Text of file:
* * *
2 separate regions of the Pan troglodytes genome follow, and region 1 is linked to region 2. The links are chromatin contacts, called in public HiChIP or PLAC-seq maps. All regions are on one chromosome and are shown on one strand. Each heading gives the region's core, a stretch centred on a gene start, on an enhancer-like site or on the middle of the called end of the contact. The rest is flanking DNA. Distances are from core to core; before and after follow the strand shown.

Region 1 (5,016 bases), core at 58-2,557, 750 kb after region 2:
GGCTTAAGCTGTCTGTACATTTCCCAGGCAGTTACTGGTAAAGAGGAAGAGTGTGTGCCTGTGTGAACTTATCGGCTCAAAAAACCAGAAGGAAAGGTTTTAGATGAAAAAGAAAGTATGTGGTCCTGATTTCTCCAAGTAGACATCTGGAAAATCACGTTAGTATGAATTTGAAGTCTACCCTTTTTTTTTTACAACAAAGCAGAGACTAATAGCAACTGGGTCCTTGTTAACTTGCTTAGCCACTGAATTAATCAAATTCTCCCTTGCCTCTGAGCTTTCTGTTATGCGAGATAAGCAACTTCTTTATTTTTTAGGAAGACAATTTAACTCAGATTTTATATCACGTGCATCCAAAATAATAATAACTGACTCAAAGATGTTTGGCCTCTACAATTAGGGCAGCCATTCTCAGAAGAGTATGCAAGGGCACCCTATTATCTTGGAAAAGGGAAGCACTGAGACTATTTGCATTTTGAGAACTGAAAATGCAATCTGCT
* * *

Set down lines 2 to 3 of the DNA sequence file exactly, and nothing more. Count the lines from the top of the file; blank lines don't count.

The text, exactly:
Region 1 (5,016 bases), core at 58-2,557, 750 kb after region 2:
GGCTTAAGCTGTCTGTACATTTCCCAGGCAGTTACTGGTAAAGAGGAAGAGTGTGTGCCTGTGTGAACTTATCGGCTCAAAAAACCAGAAGGAAAGGTTTTAGATGAAAAAGAAAGTATGTGGTCCTGATTTCTCCAAGTAGACATCTGGAAAATCACGTTAGTATGAATTTGAAGTCTACCCTTTTTTTTTTACAACAAAGCAGAGACTAATAGCAACTGGGTCCTTGTTAACTTGCTTAGCCACTGAATTAATCAAATTCTCCCTTGCCTCTGAGCTTTCTGTTATGCGAGATAAGCAACTTCTTTATTTTTTAGGAAGACAATTTAACTCAGATTTTATATCACGTGCATCCAAAATAATAATAACTGACTCAAAGATGTTTGGCCTCTACAATTAGGGCAGCCATTCTCAGAAGAGTATGCAAGGGCACCCTATTATCTTGGAAAAGGGAAGCACTGAGACTATTTGCATTTTGAGAACTGAAAATGCAATCTGCT